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Blood Press Monit. 2002 Feb;7(1):55-9.

Self-monitoring of blood pressure should be used in clinical trials.

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Department of Cardiology and Hypertension, Grenoble University Hospital, France.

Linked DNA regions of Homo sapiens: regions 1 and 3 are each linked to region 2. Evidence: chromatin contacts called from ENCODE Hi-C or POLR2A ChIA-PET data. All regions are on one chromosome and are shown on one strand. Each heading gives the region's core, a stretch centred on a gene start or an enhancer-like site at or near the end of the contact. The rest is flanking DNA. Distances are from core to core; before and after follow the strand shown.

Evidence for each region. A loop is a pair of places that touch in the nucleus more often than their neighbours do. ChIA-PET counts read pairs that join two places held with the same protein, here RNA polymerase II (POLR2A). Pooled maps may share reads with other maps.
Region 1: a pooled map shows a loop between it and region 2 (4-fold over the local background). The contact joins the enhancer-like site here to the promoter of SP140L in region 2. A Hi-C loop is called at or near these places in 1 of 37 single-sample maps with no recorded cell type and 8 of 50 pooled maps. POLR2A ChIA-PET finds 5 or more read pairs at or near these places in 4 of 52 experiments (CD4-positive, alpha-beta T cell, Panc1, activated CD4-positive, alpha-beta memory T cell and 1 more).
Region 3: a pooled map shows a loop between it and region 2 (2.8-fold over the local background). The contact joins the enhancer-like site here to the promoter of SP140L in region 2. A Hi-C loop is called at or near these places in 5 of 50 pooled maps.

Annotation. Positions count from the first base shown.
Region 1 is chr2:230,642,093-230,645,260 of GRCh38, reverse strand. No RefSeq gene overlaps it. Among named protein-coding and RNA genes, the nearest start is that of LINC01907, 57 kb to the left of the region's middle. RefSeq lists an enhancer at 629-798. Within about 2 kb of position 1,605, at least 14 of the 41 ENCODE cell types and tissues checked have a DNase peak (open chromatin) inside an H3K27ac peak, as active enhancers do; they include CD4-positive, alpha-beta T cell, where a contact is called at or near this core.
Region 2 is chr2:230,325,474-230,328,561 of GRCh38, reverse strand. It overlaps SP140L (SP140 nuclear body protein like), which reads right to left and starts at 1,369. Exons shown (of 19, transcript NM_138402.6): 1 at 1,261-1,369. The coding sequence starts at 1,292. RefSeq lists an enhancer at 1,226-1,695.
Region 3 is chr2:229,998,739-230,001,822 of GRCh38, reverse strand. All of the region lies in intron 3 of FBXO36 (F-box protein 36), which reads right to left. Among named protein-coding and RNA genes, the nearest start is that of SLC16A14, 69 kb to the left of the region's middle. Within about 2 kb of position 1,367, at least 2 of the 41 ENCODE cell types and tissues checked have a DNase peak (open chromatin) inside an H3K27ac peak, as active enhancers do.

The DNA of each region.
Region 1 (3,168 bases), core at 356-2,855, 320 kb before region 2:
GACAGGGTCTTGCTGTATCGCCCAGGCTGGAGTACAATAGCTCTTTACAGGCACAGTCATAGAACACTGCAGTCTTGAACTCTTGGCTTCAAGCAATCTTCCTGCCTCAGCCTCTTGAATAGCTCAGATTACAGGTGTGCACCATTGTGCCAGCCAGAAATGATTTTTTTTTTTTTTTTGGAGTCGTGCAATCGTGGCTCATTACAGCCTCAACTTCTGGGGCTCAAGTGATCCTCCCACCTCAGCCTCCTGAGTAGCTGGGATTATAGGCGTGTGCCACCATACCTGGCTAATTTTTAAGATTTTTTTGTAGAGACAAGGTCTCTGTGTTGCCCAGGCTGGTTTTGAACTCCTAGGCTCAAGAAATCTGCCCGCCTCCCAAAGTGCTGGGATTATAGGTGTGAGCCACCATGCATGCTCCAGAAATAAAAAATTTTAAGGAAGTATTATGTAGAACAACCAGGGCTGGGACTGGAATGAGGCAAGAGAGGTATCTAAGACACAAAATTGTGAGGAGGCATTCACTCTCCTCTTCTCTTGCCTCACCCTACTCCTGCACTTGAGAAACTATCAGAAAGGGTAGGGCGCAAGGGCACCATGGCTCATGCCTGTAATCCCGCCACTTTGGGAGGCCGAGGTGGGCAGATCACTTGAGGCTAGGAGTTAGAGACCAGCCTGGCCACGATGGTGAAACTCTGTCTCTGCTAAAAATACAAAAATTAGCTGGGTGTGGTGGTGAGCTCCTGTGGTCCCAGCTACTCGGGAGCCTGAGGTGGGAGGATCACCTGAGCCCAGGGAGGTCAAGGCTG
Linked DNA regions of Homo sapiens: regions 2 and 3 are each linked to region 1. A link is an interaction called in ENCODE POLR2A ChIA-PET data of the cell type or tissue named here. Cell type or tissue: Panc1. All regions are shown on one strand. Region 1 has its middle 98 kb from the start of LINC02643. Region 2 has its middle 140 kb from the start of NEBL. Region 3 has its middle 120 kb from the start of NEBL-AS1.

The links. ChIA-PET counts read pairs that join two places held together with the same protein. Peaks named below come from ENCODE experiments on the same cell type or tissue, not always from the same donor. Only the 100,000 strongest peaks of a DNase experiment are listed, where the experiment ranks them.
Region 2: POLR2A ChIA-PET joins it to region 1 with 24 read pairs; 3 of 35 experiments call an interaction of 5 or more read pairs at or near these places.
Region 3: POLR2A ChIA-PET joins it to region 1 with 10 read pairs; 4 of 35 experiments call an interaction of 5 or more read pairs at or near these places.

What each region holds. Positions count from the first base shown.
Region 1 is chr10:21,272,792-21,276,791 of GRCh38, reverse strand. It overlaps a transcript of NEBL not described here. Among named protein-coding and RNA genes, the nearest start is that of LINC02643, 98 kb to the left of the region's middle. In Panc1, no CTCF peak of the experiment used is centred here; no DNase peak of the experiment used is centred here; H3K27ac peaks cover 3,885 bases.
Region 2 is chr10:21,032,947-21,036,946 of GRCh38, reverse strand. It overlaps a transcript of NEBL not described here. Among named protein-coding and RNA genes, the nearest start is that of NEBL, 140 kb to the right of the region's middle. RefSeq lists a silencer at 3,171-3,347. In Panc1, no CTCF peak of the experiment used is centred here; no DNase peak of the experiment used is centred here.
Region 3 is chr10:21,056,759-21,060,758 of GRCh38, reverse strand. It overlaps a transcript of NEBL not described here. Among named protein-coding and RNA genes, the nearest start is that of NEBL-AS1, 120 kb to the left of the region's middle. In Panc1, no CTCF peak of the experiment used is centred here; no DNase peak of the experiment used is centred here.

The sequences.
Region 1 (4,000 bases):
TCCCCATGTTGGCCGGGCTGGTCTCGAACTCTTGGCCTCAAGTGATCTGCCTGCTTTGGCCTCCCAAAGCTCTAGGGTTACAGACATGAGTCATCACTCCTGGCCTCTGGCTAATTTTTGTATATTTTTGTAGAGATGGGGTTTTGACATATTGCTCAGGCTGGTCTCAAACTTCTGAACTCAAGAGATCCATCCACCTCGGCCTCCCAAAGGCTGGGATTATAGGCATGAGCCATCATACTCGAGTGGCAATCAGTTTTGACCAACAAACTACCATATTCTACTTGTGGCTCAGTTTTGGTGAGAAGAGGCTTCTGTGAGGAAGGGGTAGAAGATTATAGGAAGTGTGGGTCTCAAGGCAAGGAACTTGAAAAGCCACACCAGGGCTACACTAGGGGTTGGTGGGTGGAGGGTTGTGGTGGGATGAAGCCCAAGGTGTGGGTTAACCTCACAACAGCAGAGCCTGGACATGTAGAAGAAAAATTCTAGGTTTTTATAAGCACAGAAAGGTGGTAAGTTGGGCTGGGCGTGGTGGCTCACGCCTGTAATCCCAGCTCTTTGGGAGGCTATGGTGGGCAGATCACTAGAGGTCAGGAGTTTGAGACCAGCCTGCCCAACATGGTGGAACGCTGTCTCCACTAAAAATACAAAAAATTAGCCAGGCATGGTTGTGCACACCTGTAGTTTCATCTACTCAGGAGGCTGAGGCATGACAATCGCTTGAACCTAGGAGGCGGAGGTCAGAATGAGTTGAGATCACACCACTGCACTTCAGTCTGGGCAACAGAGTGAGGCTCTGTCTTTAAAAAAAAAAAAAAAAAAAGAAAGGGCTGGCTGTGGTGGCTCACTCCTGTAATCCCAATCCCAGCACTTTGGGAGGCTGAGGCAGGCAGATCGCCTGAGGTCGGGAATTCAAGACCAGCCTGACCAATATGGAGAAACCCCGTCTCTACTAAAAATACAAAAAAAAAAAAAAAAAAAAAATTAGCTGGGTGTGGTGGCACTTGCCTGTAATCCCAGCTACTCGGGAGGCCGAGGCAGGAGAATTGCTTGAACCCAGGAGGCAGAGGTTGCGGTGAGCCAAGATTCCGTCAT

The number of studies of the efficacy of drugs in hypertension and of their effects on morbidity and mortality continues to be large. Traditionally such studies were carried out by measuring the blood pressure (BP) in the office. Recently, there has been an increasing use of other approaches, such as self-measurement. The advantages of this technique may be the achievement of greater precision of measurement, explained by elimination of the white-coat effect, reduction in placebo effect and reduction in variability of BP. Some have even noted a greater reproducibility than using ambulatory BP monitoring. We now have available reference values and normal ranges for self-BP monitoring. The feasibility and the limitations of self-BP measurement are also known. Self-measurement allows multiple recordings of BP over the short term as well as over the long term. Moreover, the compliance of this technique is satisfying. The analysis of the data requires precise recommendations. One cannot refer to trough : peak ratio, which is used in ambulatory recordings. However, other methods of analysis such as evening BP : morning BP ratio or measures taken after taking treatment are useful. The number of subjects needed for a study is much smaller than in a study performed using office measurements for a similar or better statistical power. Such a method has a higher predictive value than clinic measurement both for study of end organ damage and for morbidity and mortality. Finally home measurement is much less costly. In conclusion, provided one uses validated equipment and if one follows recommendations for each measurement and for the succession of measurements, then self-measurement of BP at home seems a useful and practical tool for therapeutic trials.

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